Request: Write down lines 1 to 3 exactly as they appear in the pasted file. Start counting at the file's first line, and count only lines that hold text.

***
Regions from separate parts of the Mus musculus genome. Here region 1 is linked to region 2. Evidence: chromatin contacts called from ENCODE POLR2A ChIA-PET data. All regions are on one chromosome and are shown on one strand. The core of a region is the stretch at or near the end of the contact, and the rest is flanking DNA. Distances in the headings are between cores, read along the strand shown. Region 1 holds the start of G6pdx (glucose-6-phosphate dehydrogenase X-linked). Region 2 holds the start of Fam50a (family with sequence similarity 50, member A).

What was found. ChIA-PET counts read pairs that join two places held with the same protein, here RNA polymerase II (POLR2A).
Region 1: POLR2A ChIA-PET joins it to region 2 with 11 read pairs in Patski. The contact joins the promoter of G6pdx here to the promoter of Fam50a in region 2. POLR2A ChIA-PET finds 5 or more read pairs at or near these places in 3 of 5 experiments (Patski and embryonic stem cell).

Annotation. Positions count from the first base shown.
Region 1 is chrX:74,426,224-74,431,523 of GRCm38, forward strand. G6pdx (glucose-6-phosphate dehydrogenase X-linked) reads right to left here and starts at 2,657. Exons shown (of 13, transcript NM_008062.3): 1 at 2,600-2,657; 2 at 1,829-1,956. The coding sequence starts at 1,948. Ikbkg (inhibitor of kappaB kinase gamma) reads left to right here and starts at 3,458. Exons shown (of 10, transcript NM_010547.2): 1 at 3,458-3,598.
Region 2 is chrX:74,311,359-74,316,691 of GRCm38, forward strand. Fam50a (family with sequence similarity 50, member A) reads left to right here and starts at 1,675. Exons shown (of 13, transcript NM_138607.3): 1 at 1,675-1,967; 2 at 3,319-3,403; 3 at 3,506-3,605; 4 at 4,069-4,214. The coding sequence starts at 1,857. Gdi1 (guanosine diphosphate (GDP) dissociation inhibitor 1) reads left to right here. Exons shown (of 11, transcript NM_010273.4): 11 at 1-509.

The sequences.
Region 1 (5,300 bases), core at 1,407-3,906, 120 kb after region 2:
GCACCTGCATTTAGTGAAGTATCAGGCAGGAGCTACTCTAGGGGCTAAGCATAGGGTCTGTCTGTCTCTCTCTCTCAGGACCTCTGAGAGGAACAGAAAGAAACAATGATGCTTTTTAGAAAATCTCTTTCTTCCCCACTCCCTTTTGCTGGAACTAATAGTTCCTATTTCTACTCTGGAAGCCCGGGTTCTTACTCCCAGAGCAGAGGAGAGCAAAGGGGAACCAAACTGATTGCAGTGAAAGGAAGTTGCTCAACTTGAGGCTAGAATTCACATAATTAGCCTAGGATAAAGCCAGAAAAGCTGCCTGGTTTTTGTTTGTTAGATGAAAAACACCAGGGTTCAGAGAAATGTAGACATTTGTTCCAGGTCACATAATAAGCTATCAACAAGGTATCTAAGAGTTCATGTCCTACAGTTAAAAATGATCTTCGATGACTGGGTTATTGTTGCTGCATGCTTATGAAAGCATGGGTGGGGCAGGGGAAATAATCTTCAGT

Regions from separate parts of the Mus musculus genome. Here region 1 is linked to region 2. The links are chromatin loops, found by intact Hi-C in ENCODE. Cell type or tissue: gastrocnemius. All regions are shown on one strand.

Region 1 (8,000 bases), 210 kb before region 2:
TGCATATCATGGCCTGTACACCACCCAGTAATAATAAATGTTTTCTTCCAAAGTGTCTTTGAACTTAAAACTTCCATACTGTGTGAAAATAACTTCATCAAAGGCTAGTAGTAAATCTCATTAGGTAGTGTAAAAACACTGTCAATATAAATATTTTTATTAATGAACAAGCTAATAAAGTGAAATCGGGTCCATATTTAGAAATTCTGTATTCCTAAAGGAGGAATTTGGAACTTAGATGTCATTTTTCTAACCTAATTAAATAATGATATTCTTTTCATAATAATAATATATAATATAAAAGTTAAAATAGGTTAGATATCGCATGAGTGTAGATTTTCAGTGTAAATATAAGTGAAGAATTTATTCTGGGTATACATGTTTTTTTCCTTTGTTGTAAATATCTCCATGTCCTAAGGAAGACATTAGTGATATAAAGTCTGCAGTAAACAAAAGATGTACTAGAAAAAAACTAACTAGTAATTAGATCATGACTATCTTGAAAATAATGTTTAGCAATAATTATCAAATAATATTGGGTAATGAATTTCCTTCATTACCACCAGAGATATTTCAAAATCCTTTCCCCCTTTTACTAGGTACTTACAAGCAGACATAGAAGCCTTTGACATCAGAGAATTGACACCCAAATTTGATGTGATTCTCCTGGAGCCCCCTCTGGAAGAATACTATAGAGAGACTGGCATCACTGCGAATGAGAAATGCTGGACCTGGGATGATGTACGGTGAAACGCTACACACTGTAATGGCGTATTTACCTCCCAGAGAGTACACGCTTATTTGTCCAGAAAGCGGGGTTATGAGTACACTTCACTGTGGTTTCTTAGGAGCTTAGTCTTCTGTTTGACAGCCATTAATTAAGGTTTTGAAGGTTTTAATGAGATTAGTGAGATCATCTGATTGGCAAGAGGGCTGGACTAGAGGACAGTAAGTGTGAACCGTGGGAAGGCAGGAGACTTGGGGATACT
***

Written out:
Regions from separate parts of the Mus musculus genome. Here region 1 is linked to region 2. Evidence: chromatin contacts called from ENCODE POLR2A ChIA-PET data. All regions are on one chromosome and are shown on one strand. The core of a region is the stretch at or near the end of the contact, and the rest is flanking DNA. Distances in the headings are between cores, read along the strand shown. Region 1 holds the start of G6pdx (glucose-6-phosphate dehydrogenase X-linked). Region 2 holds the start of Fam50a (family with sequence similarity 50, member A).

What was found. ChIA-PET counts read pairs that join two places held with the same protein, here RNA polymerase II (POLR2A).
Region 1: POLR2A ChIA-PET joins it to region 2 with 11 read pairs in Patski. The contact joins the promoter of G6pdx here to the promoter of Fam50a in region 2. POLR2A ChIA-PET finds 5 or more read pairs at or near these places in 3 of 5 experiments (Patski and embryonic stem cell).